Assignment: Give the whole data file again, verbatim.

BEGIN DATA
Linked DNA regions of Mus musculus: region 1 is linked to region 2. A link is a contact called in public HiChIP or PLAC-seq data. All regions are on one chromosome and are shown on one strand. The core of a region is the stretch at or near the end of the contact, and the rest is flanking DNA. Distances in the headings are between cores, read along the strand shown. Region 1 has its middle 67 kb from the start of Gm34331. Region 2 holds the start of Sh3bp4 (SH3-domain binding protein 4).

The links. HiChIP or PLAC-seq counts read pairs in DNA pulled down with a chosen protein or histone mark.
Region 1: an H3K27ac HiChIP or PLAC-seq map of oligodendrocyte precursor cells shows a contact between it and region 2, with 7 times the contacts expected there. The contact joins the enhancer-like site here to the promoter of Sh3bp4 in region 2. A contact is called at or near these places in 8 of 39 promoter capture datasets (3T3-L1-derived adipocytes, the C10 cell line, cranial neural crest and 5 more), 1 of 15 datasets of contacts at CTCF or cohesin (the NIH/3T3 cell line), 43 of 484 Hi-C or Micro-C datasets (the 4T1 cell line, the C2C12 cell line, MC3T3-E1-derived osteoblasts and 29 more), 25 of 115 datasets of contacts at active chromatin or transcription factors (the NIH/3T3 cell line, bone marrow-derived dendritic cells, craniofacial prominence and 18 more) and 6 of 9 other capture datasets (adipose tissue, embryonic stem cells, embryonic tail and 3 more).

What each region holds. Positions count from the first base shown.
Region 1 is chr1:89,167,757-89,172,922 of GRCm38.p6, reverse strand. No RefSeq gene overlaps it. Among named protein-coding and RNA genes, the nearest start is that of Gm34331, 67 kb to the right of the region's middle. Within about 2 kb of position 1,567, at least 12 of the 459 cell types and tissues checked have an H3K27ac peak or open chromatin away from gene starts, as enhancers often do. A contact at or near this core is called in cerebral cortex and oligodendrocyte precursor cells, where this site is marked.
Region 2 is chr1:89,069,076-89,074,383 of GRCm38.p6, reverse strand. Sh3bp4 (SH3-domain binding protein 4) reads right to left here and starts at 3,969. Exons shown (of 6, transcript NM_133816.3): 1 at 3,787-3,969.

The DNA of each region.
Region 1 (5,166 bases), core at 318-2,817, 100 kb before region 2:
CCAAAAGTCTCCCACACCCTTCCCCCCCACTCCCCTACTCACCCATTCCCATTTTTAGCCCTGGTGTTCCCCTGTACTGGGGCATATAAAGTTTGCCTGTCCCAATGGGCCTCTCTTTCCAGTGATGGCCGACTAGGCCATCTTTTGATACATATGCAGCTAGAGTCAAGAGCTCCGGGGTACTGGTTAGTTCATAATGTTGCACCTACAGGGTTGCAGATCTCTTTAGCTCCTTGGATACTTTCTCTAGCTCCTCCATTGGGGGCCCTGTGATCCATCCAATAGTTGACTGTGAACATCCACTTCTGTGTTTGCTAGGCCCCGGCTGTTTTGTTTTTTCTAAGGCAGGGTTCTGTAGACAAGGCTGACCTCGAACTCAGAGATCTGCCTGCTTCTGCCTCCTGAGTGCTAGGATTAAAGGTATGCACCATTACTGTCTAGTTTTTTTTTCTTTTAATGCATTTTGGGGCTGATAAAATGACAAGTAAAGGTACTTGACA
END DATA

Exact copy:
Linked DNA regions of Mus musculus: region 1 is linked to region 2. A link is a contact called in public HiChIP or PLAC-seq data. All regions are on one chromosome and are shown on one strand. The core of a region is the stretch at or near the end of the contact, and the rest is flanking DNA. Distances in the headings are between cores, read along the strand shown. Region 1 has its middle 67 kb from the start of Gm34331. Region 2 holds the start of Sh3bp4 (SH3-domain binding protein 4).

The links. HiChIP or PLAC-seq counts read pairs in DNA pulled down with a chosen protein or histone mark.
Region 1: an H3K27ac HiChIP or PLAC-seq map of oligodendrocyte precursor cells shows a contact between it and region 2, with 7 times the contacts expected there. The contact joins the enhancer-like site here to the promoter of Sh3bp4 in region 2. A contact is called at or near these places in 8 of 39 promoter capture datasets (3T3-L1-derived adipocytes, the C10 cell line, cranial neural crest and 5 more), 1 of 15 datasets of contacts at CTCF or cohesin (the NIH/3T3 cell line), 43 of 484 Hi-C or Micro-C datasets (the 4T1 cell line, the C2C12 cell line, MC3T3-E1-derived osteoblasts and 29 more), 25 of 115 datasets of contacts at active chromatin or transcription factors (the NIH/3T3 cell line, bone marrow-derived dendritic cells, craniofacial prominence and 18 more) and 6 of 9 other capture datasets (adipose tissue, embryonic stem cells, embryonic tail and 3 more).

What each region holds. Positions count from the first base shown.
Region 1 is chr1:89,167,757-89,172,922 of GRCm38.p6, reverse strand. No RefSeq gene overlaps it. Among named protein-coding and RNA genes, the nearest start is that of Gm34331, 67 kb to the right of the region's middle. Within about 2 kb of position 1,567, at least 12 of the 459 cell types and tissues checked have an H3K27ac peak or open chromatin away from gene starts, as enhancers often do. A contact at or near this core is called in cerebral cortex and oligodendrocyte precursor cells, where this site is marked.
Region 2 is chr1:89,069,076-89,074,383 of GRCm38.p6, reverse strand. Sh3bp4 (SH3-domain binding protein 4) reads right to left here and starts at 3,969. Exons shown (of 6, transcript NM_133816.3): 1 at 3,787-3,969.

The DNA of each region.
Region 1 (5,166 bases), core at 318-2,817, 100 kb before region 2:
CCAAAAGTCTCCCACACCCTTCCCCCCCACTCCCCTACTCACCCATTCCCATTTTTAGCCCTGGTGTTCCCCTGTACTGGGGCATATAAAGTTTGCCTGTCCCAATGGGCCTCTCTTTCCAGTGATGGCCGACTAGGCCATCTTTTGATACATATGCAGCTAGAGTCAAGAGCTCCGGGGTACTGGTTAGTTCATAATGTTGCACCTACAGGGTTGCAGATCTCTTTAGCTCCTTGGATACTTTCTCTAGCTCCTCCATTGGGGGCCCTGTGATCCATCCAATAGTTGACTGTGAACATCCACTTCTGTGTTTGCTAGGCCCCGGCTGTTTTGTTTTTTCTAAGGCAGGGTTCTGTAGACAAGGCTGACCTCGAACTCAGAGATCTGCCTGCTTCTGCCTCCTGAGTGCTAGGATTAAAGGTATGCACCATTACTGTCTAGTTTTTTTTTCTTTTAATGCATTTTGGGGCTGATAAAATGACAAGTAAAGGTACTTGACA